Meanwhile, about one in five Americans say they would be at least somewhat comfortable with each scenario, while about one in three are neutral.

The survey asked adults who said they would be uncomfortable living in a nursing home to indicate why, by choosing up to three reasons from a list of eight possible concerns.

The quality of care was by far the top reason for discomfort with living in a nursing home, with 70% choosing it. Cost also was a top factor at 49%, as were concerns about the potentially negative impact an admission could have on respondents’ mental and emotional health at 45%.

“Mental health is largely stigmatized in society,” Lash said. “That 45% of people cited that surprised me, but it’s a bright spot that we’re seeing the importance of it.” 

Fear of losing independence was mentioned by 34%, while slightly fewer, 28%, said they do not want to die in a nursing home. A total of 27% said they had concerns about their physical safety in a nursing home facility. 

More women than men cited quality and personal safety, while men were more likely to fear losing their independence or dying there, the survey found.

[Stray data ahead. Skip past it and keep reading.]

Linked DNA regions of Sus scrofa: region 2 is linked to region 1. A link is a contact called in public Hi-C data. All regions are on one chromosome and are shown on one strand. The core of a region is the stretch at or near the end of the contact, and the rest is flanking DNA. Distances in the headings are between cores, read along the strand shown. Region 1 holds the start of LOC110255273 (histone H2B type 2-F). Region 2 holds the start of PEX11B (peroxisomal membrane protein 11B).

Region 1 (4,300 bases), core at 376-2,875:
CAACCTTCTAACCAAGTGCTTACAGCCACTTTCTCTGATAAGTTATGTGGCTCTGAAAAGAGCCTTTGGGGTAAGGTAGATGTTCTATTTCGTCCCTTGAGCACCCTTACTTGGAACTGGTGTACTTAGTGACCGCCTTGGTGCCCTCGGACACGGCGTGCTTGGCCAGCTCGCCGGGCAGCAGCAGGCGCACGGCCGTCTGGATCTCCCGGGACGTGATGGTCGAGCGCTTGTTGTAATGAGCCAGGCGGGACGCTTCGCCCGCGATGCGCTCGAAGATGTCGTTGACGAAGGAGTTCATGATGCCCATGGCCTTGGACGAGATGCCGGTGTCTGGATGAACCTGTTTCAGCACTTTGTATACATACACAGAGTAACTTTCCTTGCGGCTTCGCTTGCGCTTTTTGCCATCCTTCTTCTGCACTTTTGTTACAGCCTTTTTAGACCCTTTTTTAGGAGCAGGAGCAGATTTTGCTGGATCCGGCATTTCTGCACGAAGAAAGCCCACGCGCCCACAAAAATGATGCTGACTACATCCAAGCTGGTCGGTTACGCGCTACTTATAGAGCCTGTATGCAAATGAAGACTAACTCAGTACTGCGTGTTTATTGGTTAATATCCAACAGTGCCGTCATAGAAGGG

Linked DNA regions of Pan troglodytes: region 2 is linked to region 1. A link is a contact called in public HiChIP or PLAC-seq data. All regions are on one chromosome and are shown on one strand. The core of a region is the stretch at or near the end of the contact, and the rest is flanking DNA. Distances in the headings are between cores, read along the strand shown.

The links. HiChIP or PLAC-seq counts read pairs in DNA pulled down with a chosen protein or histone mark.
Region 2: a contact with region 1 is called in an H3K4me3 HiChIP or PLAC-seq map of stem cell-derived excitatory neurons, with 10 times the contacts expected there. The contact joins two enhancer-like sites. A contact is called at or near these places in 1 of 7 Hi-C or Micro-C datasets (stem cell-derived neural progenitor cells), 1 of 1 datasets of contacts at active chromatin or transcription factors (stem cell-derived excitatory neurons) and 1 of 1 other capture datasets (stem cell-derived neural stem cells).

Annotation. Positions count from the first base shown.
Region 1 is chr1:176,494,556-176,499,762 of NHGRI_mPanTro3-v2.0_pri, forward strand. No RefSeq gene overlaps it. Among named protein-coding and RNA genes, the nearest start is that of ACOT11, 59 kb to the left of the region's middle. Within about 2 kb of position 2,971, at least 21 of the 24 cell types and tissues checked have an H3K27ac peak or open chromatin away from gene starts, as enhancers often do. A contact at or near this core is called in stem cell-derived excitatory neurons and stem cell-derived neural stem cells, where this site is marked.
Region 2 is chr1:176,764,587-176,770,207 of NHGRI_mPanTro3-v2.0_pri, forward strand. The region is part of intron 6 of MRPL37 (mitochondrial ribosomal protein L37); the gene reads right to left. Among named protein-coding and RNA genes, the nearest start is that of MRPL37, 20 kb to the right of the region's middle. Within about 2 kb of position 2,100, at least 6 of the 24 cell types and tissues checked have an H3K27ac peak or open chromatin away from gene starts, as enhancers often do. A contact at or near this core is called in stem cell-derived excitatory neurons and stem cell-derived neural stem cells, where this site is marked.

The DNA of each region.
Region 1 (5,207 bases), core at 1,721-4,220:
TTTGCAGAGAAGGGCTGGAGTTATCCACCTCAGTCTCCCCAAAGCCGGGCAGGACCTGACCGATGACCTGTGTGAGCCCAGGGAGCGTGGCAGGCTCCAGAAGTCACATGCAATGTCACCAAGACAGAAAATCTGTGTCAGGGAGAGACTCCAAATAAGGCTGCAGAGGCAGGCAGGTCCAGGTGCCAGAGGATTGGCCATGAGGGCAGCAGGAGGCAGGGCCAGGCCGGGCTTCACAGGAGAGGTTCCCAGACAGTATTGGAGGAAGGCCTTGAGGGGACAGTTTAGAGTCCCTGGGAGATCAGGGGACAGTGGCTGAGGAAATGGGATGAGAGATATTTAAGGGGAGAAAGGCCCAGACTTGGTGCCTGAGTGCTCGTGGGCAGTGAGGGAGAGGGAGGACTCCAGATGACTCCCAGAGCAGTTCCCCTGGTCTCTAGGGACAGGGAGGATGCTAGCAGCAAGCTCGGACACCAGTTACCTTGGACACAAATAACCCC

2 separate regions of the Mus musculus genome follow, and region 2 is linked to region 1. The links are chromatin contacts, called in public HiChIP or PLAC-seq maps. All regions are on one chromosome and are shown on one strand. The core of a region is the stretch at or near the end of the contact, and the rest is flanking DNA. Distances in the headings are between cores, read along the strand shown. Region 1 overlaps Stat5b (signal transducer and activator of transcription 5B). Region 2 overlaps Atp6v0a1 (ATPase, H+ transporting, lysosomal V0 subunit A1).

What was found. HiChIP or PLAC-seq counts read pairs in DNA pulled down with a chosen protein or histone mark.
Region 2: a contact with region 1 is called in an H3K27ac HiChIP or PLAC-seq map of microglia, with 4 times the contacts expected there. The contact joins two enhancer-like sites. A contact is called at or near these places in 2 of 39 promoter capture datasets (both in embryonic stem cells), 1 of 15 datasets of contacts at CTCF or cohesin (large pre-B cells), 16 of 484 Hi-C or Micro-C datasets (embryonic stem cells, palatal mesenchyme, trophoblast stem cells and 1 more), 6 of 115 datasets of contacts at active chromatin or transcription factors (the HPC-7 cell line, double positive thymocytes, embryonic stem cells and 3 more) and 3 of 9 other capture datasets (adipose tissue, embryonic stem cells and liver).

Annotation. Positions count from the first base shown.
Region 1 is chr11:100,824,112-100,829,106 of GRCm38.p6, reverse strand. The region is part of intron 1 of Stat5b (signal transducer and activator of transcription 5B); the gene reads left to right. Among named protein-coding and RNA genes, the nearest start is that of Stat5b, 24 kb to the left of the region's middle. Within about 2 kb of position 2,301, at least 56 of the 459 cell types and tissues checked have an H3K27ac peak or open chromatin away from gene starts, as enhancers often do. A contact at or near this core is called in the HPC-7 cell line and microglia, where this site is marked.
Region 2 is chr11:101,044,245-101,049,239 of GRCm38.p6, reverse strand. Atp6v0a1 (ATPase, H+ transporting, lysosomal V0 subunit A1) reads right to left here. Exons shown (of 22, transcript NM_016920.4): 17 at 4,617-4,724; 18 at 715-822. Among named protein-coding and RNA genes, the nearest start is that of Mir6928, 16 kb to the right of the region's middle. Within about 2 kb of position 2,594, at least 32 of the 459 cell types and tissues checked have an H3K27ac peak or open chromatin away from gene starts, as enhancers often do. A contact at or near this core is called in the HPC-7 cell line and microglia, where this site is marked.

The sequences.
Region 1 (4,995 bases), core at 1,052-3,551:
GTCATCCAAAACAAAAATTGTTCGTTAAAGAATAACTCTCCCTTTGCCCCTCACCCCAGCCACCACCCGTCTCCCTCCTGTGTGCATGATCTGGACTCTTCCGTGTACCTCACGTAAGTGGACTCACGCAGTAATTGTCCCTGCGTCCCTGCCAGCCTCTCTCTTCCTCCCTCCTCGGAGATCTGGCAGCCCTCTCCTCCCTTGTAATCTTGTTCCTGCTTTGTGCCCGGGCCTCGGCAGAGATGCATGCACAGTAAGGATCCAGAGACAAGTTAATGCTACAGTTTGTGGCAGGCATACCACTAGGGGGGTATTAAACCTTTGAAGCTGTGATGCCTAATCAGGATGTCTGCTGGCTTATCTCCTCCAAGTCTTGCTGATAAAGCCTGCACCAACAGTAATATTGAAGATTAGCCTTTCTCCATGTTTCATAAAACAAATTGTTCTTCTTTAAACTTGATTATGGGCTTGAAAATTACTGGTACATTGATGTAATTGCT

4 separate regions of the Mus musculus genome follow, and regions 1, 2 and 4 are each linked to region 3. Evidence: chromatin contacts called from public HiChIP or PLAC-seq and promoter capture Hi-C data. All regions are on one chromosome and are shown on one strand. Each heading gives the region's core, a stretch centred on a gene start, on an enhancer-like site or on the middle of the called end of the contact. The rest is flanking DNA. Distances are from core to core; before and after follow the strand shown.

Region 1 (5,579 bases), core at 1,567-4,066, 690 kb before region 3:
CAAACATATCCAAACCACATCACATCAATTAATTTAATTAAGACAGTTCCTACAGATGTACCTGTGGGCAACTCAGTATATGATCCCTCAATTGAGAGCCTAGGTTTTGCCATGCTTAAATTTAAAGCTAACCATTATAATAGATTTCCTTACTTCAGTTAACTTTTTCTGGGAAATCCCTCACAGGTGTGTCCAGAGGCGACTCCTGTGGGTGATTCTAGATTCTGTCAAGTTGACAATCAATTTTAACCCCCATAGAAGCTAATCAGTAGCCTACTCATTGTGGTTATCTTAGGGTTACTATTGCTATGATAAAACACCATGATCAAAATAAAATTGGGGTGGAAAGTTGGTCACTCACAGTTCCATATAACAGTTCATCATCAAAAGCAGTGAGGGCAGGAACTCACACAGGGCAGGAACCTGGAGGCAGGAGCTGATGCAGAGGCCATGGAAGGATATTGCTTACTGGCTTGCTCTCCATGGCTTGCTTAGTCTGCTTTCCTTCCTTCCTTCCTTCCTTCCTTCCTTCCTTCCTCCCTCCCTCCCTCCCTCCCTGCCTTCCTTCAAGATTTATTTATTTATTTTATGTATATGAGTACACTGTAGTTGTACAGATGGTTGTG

Safety was an area of significant weakness for nursing homes. Just one in four (26%) saw  nursing homes as safe places, while 41% said they are not. About a third said they don’t know.

In addition, more than four in 10 U.S. adults (42%) said nursing homes are not very or not at all effective in keeping residents safe from avoidable harms such as infections, pressure wounds, and abuse and neglect. A similar percentage (44%) considered them at least somewhat effective.

Lash said the government needs to stop thinking in silos of care and look more broadly at ways to care for the growing older population, such as improving access to home health care.

“Home – that’s where we all want to be,” Lash said. 

The nursing home industry association – the American Health Care Association/National Center for Assisted Living  – said it recognizes “that few people desire to go to a nursing home—the fact that we get older and will possibly need a lot of care can be difficult to accept.”

“This, in turn, leads to misperceptions about the value and benefits of nursing home care. But when you ask actual long-term residents and family members, approximately 75% are satisfied with the care they or their loved one is receiving,” the industry association said.

“The reality is that nursing homes provide life-affirming care to more than one million seniors and individuals with disabilities every single day, and the quality of care they provide continues to improve. We need to focus on continuing to strengthen our nation’s nursing homes, so that everyone who needs this level of care can receive the best care possible,” the industry association said.

Still, Lash said it’s important that voters keep pressure on the government to require greater quality from the nursing home industry.

“Ultimately, we need the voters to hold the people accountable,” Lash said.